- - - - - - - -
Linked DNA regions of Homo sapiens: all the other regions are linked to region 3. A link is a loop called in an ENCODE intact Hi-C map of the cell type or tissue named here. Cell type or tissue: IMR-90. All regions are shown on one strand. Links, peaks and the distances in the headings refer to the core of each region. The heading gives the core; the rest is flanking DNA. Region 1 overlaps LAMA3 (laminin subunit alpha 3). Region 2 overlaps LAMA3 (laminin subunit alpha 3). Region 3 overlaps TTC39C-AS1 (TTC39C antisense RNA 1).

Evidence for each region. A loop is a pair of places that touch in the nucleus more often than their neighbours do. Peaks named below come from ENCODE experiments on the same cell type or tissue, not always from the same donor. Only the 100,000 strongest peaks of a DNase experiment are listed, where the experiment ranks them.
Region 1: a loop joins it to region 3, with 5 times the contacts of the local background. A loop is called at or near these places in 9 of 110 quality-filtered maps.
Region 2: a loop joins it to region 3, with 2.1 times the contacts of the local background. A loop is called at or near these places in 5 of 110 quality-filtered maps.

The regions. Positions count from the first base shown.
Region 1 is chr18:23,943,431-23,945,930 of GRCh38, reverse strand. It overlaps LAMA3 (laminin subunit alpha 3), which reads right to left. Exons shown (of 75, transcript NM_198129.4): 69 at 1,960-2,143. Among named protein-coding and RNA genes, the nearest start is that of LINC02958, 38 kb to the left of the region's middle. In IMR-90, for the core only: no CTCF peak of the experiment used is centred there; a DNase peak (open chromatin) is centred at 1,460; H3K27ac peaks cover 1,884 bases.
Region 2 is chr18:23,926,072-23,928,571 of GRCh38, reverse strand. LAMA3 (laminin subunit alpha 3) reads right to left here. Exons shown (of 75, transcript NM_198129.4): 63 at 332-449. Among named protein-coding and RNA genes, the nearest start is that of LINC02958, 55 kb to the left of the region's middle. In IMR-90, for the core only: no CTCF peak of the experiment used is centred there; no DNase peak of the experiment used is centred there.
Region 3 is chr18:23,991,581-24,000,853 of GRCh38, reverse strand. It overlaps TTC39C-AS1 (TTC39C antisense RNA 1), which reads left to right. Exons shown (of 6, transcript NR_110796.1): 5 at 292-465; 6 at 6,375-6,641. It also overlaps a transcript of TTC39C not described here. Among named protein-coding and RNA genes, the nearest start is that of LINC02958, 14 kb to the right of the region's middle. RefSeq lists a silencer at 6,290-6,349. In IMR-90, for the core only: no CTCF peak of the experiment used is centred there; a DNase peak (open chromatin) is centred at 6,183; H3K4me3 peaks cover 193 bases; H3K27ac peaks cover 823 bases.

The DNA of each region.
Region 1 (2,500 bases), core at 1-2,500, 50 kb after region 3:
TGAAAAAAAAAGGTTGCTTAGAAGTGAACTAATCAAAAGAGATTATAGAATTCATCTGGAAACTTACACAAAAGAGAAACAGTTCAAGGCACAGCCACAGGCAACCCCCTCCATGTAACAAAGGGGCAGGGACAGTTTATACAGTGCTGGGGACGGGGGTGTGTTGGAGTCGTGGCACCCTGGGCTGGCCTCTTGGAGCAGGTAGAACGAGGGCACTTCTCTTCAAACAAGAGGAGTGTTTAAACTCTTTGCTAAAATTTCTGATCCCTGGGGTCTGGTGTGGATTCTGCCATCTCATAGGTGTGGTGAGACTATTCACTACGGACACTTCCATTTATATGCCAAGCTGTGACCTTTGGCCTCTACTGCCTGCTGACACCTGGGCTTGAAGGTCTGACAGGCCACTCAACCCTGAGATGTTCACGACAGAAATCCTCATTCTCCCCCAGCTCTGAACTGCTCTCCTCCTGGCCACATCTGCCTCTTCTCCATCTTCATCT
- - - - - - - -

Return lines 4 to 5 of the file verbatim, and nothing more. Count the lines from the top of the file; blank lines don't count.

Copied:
Region 2: a loop joins it to region 3, with 2.1 times the contacts of the local background. A loop is called at or near these places in 5 of 110 quality-filtered maps.

The regions. Positions count from the first base shown.